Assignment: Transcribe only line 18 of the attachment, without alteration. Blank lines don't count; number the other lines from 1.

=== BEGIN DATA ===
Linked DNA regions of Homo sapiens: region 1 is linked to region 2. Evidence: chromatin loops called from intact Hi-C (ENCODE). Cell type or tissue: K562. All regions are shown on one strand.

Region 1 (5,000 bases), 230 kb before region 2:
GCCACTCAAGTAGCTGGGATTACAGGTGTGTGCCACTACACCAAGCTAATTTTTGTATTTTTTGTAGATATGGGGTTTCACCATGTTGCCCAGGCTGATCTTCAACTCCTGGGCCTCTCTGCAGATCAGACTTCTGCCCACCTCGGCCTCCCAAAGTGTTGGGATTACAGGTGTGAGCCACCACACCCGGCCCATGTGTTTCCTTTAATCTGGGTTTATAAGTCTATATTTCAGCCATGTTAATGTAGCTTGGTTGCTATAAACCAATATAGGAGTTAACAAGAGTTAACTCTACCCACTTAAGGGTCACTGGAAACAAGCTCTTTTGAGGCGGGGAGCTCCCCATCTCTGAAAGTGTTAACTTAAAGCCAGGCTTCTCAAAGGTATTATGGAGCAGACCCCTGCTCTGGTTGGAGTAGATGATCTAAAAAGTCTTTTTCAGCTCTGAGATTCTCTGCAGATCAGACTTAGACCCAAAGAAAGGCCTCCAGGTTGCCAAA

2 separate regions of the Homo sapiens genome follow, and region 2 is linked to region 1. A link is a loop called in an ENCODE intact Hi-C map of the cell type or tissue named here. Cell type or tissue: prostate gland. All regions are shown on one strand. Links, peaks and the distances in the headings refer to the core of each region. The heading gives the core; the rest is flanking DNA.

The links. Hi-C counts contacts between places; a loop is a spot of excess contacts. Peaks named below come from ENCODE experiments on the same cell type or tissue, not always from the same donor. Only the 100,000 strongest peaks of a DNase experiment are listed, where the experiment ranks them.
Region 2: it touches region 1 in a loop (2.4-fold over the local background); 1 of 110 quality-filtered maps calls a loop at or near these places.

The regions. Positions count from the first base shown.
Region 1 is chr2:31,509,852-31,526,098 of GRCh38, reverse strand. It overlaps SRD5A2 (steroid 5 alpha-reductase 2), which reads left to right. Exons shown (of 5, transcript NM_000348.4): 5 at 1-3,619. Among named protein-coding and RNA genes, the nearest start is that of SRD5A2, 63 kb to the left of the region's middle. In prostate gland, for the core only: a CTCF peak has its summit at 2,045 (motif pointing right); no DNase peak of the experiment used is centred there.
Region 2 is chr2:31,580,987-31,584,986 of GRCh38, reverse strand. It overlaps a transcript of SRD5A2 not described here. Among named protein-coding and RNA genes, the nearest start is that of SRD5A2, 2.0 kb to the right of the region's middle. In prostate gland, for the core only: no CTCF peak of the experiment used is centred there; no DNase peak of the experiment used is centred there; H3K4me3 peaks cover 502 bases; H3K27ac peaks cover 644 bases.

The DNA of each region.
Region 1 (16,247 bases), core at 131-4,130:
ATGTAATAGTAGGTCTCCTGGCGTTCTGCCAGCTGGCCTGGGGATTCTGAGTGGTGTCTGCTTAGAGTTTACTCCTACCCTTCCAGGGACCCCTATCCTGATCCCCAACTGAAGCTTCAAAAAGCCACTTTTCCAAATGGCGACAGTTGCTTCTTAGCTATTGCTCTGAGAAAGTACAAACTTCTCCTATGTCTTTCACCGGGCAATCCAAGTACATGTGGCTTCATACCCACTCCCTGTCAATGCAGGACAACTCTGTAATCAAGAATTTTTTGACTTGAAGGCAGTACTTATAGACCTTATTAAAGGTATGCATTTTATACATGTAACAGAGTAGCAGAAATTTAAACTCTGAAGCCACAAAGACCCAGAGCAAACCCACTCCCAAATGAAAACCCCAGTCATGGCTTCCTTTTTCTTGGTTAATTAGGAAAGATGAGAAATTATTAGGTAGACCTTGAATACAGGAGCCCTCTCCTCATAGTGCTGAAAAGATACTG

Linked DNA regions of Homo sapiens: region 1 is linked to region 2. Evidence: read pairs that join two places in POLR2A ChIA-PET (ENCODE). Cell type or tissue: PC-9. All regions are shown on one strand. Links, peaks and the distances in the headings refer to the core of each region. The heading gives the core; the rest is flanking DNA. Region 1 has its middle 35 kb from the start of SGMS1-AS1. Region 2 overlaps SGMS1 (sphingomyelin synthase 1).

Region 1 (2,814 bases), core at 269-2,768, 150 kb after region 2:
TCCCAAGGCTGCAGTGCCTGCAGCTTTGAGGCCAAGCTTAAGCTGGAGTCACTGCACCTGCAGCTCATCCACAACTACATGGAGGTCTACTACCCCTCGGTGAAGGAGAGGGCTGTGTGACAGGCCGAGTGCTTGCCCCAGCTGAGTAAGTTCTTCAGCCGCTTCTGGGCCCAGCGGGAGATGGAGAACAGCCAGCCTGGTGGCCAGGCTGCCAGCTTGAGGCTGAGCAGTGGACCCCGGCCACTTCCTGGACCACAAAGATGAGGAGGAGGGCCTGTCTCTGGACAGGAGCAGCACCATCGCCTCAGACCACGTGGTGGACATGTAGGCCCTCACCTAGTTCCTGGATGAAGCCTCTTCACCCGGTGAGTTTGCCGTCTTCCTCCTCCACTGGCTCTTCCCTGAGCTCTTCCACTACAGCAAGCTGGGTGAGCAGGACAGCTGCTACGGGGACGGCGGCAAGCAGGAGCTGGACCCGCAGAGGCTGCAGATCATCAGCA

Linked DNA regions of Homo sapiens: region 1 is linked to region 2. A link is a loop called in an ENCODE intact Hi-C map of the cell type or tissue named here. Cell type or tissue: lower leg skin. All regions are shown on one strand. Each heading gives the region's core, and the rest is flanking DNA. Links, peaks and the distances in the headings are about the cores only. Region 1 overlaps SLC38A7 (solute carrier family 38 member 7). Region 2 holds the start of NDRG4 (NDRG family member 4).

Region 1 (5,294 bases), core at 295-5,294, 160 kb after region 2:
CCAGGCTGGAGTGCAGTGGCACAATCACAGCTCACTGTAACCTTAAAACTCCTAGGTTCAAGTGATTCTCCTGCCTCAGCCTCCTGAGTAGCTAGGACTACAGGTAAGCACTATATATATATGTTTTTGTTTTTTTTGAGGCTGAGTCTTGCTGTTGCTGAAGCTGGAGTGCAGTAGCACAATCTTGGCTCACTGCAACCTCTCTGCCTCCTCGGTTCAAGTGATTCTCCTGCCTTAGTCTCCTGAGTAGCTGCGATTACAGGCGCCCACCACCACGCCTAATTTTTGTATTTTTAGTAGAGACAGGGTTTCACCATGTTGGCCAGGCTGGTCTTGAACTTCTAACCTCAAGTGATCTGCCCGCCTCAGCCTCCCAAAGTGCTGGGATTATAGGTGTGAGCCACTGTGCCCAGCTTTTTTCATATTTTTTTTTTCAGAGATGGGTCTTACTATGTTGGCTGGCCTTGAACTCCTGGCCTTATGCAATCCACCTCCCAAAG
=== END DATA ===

CCAGGCTGGAGTGCAGTGGCACAATCACAGCTCACTGTAACCTTAAAACTCCTAGGTTCAAGTGATTCTCCTGCCTCAGCCTCCTGAGTAGCTAGGACTACAGGTAAGCACTATATATATATGTTTTTGTTTTTTTTGAGGCTGAGTCTTGCTGTTGCTGAAGCTGGAGTGCAGTAGCACAATCTTGGCTCACTGCAACCTCTCTGCCTCCTCGGTTCAAGTGATTCTCCTGCCTTAGTCTCCTGAGTAGCTGCGATTACAGGCGCCCACCACCACGCCTAATTTTTGTATTTTTAGTAGAGACAGGGTTTCACCATGTTGGCCAGGCTGGTCTTGAACTTCTAACCTCAAGTGATCTGCCCGCCTCAGCCTCCCAAAGTGCTGGGATTATAGGTGTGAGCCACTGTGCCCAGCTTTTTTCATATTTTTTTTTTCAGAGATGGGTCTTACTATGTTGGCTGGCCTTGAACTCCTGGCCTTATGCAATCCACCTCCCAAAG